Check your Chrome browser now – hidden danger spreads across the globe

Anyone who uses Chrome needs to be on high alert when surfing the web or checking their daily dose of emails. Security experts say they have discovered a nasty hidden threat that is luring browser users into downloading malware via fake updates. According to the team at Proofpoint, there’s been a dramatic increase in cyber crooks using this method to spread data-stealing viruses across the globe and it’s not hard to see why people are being caught out.

What makes this threat scary is how real the bogus Chrome updates appear with an official-looking web page popping up that tells users they need to update immediately if they want to continue viewing content. Everything about the upgrade seems real with logos and fonts designed to mimic Google’s exact and official pages. YOU CAN SEE EXAMPLES BELOW

To the untrained eye, it appears nothing sinister is going on but once the update button is ticked the users don’t download a legitimate browser update but rather harmful malware.

It’s not just Chrome that’s being targeted with Proofpoint saying it has also spotted similar fake updates for Firefox and Edge.

There’s a total of four different attacks taking place at the moment with each just as harmful as the other. These include bugs such as TA569, SocGholish and RogueRaticate which are all capable of stealing personal data.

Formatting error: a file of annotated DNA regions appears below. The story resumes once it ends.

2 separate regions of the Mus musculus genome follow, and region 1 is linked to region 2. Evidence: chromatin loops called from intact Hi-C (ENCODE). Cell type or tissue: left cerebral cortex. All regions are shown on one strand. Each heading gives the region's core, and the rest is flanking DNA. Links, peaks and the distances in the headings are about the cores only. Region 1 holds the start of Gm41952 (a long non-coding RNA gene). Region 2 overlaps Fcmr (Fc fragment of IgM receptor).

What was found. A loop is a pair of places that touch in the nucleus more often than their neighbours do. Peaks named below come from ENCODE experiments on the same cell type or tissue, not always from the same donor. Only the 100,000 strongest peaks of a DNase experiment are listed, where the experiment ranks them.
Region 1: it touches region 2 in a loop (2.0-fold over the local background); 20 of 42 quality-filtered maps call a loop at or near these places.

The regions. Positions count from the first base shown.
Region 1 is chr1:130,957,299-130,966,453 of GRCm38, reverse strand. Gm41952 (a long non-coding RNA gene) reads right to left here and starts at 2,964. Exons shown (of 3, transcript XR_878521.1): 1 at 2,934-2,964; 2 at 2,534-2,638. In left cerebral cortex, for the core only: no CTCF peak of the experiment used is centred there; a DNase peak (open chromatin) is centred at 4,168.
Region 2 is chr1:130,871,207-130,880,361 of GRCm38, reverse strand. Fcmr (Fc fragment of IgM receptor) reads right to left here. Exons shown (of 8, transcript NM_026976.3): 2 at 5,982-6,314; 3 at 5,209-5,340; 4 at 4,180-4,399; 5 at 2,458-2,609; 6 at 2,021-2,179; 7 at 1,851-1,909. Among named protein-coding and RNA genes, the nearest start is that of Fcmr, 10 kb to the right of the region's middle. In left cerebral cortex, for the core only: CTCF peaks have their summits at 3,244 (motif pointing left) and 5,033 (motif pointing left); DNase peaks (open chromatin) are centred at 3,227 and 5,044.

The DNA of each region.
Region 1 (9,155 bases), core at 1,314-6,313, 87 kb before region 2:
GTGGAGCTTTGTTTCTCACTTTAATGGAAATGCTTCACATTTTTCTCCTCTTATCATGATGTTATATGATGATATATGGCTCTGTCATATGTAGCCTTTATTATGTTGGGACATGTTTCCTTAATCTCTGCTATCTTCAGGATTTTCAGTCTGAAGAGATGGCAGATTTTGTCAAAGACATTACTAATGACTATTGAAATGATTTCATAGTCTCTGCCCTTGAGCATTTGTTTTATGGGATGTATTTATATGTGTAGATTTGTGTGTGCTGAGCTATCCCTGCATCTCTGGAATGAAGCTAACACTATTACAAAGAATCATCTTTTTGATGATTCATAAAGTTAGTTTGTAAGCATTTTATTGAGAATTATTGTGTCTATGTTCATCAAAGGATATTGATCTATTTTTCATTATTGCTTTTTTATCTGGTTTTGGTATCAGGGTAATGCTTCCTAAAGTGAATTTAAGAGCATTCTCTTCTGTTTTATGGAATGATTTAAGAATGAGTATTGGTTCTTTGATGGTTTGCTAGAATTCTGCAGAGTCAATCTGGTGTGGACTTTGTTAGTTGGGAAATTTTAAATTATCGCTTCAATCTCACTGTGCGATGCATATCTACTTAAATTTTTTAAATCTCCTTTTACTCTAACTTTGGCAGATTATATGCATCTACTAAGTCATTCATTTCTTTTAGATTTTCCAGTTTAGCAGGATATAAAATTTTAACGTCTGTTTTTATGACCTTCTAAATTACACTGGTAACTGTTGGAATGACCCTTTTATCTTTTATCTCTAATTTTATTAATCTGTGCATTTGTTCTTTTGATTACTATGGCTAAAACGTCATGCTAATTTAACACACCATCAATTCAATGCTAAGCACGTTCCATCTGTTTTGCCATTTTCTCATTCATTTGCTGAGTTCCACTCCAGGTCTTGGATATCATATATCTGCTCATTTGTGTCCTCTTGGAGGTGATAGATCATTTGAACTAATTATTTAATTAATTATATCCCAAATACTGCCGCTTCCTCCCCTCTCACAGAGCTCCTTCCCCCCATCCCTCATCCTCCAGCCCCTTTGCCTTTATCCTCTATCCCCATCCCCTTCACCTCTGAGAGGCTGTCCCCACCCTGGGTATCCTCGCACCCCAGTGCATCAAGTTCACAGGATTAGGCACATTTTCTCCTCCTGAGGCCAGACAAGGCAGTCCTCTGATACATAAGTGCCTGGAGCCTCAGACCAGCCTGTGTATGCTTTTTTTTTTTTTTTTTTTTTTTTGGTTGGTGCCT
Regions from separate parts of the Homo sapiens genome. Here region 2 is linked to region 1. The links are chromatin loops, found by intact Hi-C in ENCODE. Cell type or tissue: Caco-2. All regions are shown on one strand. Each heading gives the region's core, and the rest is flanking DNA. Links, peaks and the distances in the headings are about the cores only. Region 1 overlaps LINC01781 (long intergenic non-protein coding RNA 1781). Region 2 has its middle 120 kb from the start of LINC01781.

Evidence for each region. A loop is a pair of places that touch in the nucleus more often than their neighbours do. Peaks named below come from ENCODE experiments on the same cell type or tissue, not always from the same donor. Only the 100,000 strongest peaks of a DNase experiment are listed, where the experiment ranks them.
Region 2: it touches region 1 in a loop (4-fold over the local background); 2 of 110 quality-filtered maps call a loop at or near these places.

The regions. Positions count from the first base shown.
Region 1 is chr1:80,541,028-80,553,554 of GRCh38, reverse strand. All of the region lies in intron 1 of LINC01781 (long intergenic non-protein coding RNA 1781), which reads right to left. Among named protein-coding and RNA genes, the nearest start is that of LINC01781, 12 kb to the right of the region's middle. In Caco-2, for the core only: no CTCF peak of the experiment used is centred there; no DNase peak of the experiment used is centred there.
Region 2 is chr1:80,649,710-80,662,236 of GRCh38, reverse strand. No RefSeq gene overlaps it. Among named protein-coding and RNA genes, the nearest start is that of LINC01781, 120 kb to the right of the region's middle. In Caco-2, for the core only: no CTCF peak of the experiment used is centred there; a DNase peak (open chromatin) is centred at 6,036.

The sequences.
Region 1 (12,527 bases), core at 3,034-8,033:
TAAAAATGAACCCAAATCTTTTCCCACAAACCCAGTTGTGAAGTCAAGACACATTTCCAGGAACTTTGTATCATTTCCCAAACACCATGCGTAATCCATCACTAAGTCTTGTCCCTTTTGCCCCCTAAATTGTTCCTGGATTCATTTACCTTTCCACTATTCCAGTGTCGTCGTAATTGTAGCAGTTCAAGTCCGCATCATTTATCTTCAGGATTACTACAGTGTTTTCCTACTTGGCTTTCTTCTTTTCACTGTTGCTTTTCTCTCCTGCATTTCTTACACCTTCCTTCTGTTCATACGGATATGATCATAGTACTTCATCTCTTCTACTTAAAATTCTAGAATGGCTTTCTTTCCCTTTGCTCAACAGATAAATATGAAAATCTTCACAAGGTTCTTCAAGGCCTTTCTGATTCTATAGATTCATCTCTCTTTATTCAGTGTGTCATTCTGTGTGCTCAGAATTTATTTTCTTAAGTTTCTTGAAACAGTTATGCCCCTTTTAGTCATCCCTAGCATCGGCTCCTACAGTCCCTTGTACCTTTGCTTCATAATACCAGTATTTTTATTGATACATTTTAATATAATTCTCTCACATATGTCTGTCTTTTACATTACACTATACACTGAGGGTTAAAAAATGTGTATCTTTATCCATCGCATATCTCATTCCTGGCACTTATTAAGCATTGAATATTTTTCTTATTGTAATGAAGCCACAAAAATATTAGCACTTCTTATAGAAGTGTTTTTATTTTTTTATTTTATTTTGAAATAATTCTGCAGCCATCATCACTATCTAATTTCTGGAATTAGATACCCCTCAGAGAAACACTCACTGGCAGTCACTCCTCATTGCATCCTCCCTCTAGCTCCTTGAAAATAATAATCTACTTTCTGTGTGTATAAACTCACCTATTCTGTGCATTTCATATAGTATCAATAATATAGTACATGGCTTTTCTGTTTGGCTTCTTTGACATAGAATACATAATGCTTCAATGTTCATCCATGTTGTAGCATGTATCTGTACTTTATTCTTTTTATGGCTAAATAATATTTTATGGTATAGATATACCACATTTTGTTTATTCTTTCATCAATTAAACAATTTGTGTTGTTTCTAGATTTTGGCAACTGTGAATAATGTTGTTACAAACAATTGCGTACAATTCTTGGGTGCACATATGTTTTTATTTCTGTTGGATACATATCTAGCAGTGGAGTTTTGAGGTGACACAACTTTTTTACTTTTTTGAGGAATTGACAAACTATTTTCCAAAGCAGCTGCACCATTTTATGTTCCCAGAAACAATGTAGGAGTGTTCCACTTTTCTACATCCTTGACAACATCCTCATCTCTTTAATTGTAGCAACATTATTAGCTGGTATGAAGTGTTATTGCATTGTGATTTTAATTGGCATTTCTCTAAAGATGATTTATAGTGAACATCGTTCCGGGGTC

How to update Google Chrome on your computer

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“Proofpoint has observed an increase in threat activity using fake browser updates to deliver a variety of malware including payloads,” Proofpoint explained. “SocGholish and TA569 have demonstrated that compromising vulnerable websites to display fake browser updates works as a viable method for malware delivery, and new actors have learned from TA569 and started to adopt the lure in their own ways.”

If you are browsing the web and a sudden browser alert pops up on the screen you should ignore it and shut the window.

Most browsers will update automatically and you can always check if an official update has been released by heading to the settings menu.

Clicking on these fake update pages won’t give you a shiny new browser – instead, you’re likely to get a PC full of malware.

If you think you may have already tapped on an unofficial link it would be wise to check for viruses, change any passwords and keep an eye on your bank account.

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